Skip to main content Accessibility help
×
Hostname: page-component-848d4c4894-m9kch Total loading time: 0 Render date: 2024-05-28T20:23:14.129Z Has data issue: false hasContentIssue false

Chapter 9 - Mechanical circulatory support

Published online by Cambridge University Press:  15 December 2009

Sunit Ghosh
Affiliation:
Papworth Hospital, Cambridge
Florian Falter
Affiliation:
Papworth Hospital, Cambridge
David J. Cook
Affiliation:
Mayo Clinic, Minnesota
Get access

Summary

This chapter focuses on two of the options: the intra-aortic balloon pump (IABP) and ventricular assist devices (VADs). The decision of whether to proceed to mechanical circulatory support (MCS) depends on the aetiology of the heart failure and on the likely long-term treatment strategy. Which method of MCS is deployed depends on the acuteness of onset of heart failure, its potential reversibility, its severity and the anticipated duration of support required. VADs can be used to augment perfusion and relieve congestion, potentially reversing the damaging effects of severe heart failure. A left ventricular assist device (LVAD) withdraws oxygenated blood from the left atrium or left ventricle, and returns it to the aorta; a right ventricular assist device (RVAD) draws venous blood from the right atrium, and returns it to the pulmonary artery. The VAD implant procedure should be covered by broad-spectrum prophylactic antibiotics and antifungal agents.
Type
Chapter
Information
Publisher: Cambridge University Press
Print publication year: 2009

Access options

Get access to the full version of this content by using one of the access options below. (Log in options will check for institutional or personal access. Content may require purchase if you do not have access.)

Save book to Kindle

To save this book to your Kindle, first ensure coreplatform@cambridge.org is added to your Approved Personal Document E-mail List under your Personal Document Settings on the Manage Your Content and Devices page of your Amazon account. Then enter the ‘name’ part of your Kindle email address below. Find out more about saving to your Kindle.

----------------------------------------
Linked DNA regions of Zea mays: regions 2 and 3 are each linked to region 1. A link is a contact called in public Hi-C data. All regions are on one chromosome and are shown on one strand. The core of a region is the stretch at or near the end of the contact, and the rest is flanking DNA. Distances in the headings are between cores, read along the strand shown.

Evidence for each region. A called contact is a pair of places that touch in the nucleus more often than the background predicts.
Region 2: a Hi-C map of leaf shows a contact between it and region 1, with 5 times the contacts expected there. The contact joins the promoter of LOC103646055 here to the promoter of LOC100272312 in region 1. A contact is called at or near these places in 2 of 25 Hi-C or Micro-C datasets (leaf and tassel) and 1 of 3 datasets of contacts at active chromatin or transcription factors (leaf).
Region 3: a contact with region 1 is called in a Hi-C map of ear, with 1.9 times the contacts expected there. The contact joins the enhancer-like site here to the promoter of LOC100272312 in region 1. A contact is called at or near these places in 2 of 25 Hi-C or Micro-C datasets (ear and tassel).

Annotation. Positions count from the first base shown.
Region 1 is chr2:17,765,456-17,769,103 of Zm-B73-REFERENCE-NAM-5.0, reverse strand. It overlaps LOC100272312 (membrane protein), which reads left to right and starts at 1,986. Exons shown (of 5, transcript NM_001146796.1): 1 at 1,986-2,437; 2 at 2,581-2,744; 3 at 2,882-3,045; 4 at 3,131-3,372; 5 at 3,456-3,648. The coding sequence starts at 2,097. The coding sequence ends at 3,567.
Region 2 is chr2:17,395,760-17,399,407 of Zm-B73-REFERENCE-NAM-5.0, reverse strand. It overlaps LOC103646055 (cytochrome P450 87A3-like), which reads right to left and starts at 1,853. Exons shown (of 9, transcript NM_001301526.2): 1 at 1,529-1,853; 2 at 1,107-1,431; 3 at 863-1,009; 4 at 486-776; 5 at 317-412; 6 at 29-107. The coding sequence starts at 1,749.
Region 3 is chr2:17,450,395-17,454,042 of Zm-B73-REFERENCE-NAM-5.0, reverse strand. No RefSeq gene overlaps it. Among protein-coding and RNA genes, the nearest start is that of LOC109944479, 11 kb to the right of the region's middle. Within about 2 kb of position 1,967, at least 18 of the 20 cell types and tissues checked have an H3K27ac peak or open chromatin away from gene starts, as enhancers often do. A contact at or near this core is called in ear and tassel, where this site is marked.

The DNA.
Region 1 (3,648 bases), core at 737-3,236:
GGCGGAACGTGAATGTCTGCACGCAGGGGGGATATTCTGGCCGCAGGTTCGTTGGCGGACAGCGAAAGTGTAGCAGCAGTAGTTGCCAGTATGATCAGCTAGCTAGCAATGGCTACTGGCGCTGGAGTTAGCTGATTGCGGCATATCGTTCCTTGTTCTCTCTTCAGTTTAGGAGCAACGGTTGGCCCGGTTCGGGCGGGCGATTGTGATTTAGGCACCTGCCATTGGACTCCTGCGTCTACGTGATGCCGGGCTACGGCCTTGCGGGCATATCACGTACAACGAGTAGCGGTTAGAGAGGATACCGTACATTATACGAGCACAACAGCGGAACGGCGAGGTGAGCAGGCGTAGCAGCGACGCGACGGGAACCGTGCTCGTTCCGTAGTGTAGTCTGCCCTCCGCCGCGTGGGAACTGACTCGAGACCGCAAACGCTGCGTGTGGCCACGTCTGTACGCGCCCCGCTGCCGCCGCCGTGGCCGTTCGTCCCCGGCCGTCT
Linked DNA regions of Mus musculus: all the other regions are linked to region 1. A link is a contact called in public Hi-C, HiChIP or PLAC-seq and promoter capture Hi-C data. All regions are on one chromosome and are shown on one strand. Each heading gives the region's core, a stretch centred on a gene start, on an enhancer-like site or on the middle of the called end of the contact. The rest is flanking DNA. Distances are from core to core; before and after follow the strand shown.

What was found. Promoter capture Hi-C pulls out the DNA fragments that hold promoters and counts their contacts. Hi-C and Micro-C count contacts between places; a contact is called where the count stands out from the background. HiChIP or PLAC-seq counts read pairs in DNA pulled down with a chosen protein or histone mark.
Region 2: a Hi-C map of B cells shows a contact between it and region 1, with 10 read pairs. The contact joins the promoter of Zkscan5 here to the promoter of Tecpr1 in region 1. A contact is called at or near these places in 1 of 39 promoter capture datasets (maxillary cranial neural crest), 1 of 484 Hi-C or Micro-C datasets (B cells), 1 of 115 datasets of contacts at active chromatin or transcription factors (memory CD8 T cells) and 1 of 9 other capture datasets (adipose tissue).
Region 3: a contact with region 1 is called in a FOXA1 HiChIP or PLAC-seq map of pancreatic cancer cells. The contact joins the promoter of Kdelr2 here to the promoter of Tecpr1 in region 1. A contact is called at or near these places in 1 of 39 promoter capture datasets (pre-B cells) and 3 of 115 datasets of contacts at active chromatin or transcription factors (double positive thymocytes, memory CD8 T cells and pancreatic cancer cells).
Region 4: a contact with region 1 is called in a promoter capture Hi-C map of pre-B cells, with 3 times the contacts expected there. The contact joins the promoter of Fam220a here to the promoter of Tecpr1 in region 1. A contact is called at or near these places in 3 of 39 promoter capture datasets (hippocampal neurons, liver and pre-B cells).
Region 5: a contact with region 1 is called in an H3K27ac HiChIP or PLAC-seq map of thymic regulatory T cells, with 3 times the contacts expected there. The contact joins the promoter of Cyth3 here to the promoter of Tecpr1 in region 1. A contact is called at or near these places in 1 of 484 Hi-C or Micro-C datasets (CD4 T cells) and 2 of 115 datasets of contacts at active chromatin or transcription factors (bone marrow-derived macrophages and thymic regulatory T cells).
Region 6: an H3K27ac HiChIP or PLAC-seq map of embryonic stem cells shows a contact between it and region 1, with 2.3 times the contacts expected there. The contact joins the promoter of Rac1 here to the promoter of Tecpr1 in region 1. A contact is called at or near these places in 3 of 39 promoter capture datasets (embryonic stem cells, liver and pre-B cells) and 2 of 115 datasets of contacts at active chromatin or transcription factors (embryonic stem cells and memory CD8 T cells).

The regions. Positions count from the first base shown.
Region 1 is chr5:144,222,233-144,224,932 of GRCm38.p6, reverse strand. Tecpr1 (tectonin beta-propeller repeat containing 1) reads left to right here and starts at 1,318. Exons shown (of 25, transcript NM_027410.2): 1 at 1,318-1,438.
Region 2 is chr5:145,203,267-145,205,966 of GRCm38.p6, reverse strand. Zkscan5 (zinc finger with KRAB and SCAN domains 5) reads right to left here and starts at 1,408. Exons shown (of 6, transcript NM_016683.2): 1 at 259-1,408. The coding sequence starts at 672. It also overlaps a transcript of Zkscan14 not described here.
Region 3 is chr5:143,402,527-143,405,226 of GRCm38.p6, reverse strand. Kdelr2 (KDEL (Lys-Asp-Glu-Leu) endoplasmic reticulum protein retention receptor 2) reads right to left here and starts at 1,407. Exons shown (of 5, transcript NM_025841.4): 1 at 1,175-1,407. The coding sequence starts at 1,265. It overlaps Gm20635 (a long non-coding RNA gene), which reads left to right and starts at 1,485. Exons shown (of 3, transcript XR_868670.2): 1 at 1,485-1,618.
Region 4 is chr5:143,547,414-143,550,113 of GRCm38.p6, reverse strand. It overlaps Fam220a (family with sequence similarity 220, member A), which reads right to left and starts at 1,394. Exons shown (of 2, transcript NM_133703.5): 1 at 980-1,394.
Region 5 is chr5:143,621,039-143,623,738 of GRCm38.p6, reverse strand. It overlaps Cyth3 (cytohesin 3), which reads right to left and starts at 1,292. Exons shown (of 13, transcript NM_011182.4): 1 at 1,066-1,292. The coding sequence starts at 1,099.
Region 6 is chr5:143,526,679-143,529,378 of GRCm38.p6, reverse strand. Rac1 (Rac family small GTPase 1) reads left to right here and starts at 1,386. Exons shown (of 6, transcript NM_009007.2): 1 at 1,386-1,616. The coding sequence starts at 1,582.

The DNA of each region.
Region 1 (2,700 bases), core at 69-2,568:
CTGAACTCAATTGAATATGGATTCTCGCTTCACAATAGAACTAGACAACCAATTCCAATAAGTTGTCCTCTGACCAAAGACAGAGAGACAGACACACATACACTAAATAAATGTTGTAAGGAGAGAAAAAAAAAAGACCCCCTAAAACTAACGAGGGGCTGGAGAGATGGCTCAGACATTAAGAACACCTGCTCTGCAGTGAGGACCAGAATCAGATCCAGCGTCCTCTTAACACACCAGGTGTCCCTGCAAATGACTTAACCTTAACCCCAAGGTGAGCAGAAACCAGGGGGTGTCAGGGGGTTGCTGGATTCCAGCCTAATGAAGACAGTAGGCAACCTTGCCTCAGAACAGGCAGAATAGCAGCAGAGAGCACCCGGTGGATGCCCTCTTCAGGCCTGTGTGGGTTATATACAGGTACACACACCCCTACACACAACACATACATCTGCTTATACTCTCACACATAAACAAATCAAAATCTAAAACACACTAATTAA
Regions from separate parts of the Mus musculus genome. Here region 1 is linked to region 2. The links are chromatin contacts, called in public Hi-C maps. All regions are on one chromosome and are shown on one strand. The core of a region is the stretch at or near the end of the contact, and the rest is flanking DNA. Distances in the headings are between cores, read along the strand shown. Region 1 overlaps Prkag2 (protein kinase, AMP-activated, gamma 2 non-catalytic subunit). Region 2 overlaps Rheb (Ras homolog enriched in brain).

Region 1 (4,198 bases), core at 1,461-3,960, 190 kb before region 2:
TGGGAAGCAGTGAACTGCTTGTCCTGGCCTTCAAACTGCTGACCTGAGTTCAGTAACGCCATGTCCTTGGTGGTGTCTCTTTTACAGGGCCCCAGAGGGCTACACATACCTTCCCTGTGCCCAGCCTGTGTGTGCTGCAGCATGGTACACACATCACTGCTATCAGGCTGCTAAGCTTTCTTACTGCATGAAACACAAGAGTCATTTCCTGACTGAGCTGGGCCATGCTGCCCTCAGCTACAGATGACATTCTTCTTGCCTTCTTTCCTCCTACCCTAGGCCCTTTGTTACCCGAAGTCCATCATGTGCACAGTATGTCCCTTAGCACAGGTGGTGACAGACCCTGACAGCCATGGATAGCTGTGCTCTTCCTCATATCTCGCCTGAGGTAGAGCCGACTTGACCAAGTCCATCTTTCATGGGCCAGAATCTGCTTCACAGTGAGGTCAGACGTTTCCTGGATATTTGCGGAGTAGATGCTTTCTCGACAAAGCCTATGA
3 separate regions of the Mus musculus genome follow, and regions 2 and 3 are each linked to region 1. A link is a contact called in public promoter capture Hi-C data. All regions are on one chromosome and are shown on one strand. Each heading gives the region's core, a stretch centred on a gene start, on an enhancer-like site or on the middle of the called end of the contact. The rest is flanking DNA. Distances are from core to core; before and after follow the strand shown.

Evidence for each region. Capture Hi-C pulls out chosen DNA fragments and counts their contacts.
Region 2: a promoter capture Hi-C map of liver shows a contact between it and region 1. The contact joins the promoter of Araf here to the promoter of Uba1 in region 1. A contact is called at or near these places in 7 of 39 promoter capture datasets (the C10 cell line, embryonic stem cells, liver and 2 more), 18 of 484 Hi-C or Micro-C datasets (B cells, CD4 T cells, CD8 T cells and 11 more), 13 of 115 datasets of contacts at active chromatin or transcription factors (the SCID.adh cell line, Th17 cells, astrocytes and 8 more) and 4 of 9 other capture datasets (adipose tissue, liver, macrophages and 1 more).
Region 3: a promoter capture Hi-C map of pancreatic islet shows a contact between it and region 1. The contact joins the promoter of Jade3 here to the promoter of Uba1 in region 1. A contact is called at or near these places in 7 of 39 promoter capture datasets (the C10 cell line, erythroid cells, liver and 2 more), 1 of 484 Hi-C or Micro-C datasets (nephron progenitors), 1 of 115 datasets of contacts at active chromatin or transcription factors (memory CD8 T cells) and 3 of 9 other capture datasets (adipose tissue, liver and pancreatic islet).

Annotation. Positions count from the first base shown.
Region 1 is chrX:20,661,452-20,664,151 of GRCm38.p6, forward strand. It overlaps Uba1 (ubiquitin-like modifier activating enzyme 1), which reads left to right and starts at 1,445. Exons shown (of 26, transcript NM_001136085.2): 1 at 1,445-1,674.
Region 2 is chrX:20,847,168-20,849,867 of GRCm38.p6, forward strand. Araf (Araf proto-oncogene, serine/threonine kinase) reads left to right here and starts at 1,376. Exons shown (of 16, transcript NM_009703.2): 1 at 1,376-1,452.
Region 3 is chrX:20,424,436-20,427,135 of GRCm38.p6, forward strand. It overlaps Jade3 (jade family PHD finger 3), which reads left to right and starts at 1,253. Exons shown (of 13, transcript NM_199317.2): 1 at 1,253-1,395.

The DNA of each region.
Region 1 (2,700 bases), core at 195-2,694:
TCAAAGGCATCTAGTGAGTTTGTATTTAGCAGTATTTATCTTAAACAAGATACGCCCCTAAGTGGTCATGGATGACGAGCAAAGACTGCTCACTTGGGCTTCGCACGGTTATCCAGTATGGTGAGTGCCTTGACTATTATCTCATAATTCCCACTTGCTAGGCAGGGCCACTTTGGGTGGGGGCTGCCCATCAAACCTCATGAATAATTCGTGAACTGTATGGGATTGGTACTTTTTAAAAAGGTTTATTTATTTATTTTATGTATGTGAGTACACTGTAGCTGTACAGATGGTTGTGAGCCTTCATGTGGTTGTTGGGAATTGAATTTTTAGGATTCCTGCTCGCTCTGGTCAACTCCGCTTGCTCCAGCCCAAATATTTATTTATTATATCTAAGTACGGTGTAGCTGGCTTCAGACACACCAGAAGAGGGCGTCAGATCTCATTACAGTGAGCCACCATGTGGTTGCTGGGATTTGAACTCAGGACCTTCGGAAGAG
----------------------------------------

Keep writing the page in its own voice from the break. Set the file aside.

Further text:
Note you can select to save to either the @free.kindle.com or @kindle.com variations. ‘@free.kindle.com’ emails are free but can only be saved to your device when it is connected to wi-fi. ‘@kindle.com’ emails can be delivered even when you are not connected to wi-fi, but note that service fees apply.

Find out more about the Kindle Personal Document Service.

Available formats
×

Save book to Dropbox

To save content items to your account, please confirm that you agree to abide by our usage policies. If this is the first time you use this feature, you will be asked to authorise Cambridge Core to connect with your account. Find out more about saving content to Dropbox.

Available formats
×

Save book to Google Drive

To save content items to your account, please confirm that you agree to abide by our usage policies. If this is the first time you use this feature, you will be asked to authorise Cambridge Core to connect with your account. Find out more about saving content to Google Drive.

Available formats
×